Next week we will use modeling clay to create our own animals to live in our habitat!

Kristen Smith, Kindergarten

Instructions for Life

Remember the test your teacher gave in which you had a long list of activities to complete in only three minutes? And then when the time was up, the teacher announced that the whole class failed? My fourth grade scholars took it, and every single one learned a valuable lesson about following directions. At the beginning of the test, they were told to read everything before answering anything, and then at the bottom of the test it said to only complete numbers one and two (read everything first and put name on paper). None of them got that far because they were too busy completing the activities they didn’t have to do!

Well, in case you cannot relate to that, everyone has a story of trying to put something together without the instructions, yes? Or perhaps you had the directions and refused to use them? No, I’ve never done that! My thoughts immediately jump to furniture from IKEA… it doesn’t come assembled as seen in the catalog or viewed in the black hole, I mean, store (ha ha). Navigating the instructions can make you want to jump ship, literally.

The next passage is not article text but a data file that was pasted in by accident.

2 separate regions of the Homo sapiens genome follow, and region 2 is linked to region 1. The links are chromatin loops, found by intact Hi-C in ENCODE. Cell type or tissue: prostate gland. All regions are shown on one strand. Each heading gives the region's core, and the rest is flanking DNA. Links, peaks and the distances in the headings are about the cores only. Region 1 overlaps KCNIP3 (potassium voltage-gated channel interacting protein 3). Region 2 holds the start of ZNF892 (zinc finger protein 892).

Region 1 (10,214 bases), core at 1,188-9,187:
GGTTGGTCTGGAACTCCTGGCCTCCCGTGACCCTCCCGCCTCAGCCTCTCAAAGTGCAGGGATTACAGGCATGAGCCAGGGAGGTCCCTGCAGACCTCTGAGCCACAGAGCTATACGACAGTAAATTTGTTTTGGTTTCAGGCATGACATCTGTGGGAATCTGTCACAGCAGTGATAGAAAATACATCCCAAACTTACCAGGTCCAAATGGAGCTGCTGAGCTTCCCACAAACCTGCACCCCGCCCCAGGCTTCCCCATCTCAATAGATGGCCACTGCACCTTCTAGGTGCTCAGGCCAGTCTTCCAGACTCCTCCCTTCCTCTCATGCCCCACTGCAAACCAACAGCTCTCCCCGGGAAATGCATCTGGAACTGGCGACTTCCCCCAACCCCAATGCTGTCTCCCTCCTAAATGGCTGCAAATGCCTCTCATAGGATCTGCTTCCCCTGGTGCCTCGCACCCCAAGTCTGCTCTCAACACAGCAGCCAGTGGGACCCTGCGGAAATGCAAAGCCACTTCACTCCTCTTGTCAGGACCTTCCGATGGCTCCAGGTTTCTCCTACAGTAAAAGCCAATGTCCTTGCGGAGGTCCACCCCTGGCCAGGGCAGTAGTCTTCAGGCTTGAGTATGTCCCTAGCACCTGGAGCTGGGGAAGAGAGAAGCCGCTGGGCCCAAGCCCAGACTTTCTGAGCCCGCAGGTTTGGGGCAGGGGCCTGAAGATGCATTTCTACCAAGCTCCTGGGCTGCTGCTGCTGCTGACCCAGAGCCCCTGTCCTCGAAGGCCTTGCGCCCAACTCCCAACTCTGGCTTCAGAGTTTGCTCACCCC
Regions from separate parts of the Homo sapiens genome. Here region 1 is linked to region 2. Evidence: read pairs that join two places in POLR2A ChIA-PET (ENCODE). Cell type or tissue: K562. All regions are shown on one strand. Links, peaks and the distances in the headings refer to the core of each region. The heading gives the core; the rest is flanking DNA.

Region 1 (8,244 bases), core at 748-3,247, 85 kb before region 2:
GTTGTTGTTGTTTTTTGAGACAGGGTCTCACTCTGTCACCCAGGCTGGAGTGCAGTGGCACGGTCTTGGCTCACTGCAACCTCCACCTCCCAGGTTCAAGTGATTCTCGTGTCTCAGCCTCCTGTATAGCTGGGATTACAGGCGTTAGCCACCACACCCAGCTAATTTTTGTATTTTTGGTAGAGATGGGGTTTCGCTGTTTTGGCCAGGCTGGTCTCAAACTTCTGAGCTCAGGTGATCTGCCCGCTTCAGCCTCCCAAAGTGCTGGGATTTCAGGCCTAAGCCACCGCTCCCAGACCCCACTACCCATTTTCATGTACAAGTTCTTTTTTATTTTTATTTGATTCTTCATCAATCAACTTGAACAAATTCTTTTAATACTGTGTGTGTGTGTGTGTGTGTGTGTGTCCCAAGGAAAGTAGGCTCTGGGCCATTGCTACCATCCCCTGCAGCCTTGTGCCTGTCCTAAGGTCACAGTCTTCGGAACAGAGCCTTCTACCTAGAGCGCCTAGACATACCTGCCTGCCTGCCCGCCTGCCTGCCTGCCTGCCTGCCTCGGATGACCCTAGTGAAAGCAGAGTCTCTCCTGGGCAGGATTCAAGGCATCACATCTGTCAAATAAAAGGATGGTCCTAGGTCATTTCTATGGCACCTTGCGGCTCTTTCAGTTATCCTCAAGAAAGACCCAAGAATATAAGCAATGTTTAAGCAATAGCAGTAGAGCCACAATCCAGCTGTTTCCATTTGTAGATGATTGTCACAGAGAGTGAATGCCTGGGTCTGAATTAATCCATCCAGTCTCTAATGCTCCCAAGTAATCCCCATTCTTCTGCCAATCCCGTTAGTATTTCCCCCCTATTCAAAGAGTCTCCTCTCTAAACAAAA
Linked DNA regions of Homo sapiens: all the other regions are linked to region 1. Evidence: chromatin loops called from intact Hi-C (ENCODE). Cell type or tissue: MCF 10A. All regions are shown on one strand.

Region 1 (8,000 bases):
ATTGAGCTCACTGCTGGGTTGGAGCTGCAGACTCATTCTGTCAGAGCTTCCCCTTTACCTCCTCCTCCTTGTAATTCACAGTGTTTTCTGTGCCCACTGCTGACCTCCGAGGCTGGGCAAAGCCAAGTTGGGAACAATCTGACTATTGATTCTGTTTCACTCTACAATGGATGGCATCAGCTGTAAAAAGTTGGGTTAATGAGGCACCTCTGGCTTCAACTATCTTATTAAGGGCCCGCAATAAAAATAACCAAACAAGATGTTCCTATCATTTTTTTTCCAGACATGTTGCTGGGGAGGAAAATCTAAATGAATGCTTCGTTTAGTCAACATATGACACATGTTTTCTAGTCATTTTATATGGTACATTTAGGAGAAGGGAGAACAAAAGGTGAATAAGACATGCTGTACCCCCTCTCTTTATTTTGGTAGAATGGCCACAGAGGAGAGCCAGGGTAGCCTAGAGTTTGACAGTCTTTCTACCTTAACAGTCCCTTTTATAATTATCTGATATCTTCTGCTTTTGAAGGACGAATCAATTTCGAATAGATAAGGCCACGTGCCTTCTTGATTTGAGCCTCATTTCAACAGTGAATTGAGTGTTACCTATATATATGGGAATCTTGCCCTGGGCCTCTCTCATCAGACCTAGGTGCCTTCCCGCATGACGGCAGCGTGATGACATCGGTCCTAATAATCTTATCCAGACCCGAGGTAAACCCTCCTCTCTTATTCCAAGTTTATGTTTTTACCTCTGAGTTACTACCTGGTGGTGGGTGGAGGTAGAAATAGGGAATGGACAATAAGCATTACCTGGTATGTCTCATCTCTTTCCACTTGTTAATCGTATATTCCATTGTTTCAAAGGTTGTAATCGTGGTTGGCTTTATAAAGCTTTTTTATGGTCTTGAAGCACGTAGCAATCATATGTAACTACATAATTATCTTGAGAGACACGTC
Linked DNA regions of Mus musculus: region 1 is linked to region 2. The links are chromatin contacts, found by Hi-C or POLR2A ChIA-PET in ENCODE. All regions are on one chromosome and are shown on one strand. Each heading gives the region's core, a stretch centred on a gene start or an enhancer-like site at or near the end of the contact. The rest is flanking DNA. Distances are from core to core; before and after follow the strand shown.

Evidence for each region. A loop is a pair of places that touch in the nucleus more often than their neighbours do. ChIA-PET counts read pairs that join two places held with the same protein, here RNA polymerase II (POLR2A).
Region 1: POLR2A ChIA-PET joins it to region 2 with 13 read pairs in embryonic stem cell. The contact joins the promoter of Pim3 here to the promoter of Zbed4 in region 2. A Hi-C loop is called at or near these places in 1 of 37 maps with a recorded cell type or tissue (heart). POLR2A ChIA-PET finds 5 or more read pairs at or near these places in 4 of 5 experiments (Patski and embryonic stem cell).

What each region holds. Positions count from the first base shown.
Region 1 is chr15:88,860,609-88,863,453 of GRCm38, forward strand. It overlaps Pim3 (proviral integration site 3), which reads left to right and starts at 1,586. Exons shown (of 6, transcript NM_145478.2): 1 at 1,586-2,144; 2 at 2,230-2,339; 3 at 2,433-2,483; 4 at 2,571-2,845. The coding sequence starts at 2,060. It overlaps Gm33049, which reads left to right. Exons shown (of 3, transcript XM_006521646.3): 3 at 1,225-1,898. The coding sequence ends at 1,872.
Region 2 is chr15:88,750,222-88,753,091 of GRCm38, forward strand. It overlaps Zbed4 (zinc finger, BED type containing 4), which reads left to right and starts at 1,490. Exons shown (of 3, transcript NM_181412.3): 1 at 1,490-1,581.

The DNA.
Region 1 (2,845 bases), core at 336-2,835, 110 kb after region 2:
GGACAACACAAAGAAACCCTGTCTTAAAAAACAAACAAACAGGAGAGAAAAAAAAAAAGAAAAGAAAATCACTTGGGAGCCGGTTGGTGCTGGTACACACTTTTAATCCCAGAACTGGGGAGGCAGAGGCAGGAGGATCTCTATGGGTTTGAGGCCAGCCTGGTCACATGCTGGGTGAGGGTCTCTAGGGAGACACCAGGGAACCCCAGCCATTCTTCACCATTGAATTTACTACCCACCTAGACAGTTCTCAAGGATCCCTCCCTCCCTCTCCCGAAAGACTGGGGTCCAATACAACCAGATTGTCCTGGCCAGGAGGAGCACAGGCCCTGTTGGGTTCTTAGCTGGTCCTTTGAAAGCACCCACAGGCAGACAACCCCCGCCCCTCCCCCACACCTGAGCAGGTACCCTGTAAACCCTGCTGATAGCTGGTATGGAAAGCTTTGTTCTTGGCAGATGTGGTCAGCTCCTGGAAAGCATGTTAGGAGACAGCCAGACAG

Thankfully, our God doesn’t make following directions that difficult. He neither leaves us without, nor does He make them confusing. My fourth graders learned this lesson in Bible class with a bunch of Legos. (Wait, what? Legos in Bible class?? Teaching a class of all fourth-grade students might seem daunting to some, but it’s also really rewarding and fun!) I gave the scholars matching sets of Legos and asked them to build a shipping tanker. Both groups had a picture, but only one group had instructions. I asked them to match the pictures as closely as possible.

Photo of “mission”:

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Seems simple enough, right?

The group without instructions came up with this:

Granted, these students are self-professed Lego “Master Builders” and stated they made “modifications.”

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The group with step-by-step instructions may not have built it exactly to specifications, but they were a LOT closer…

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The point of the lesson in class that day was that having the instructions and the correct tools makes every task easier, and not having directions makes everything harder. (The no-instructions team still disputed this heavily, which then turned into a lesson of following God’s Way or our own way.)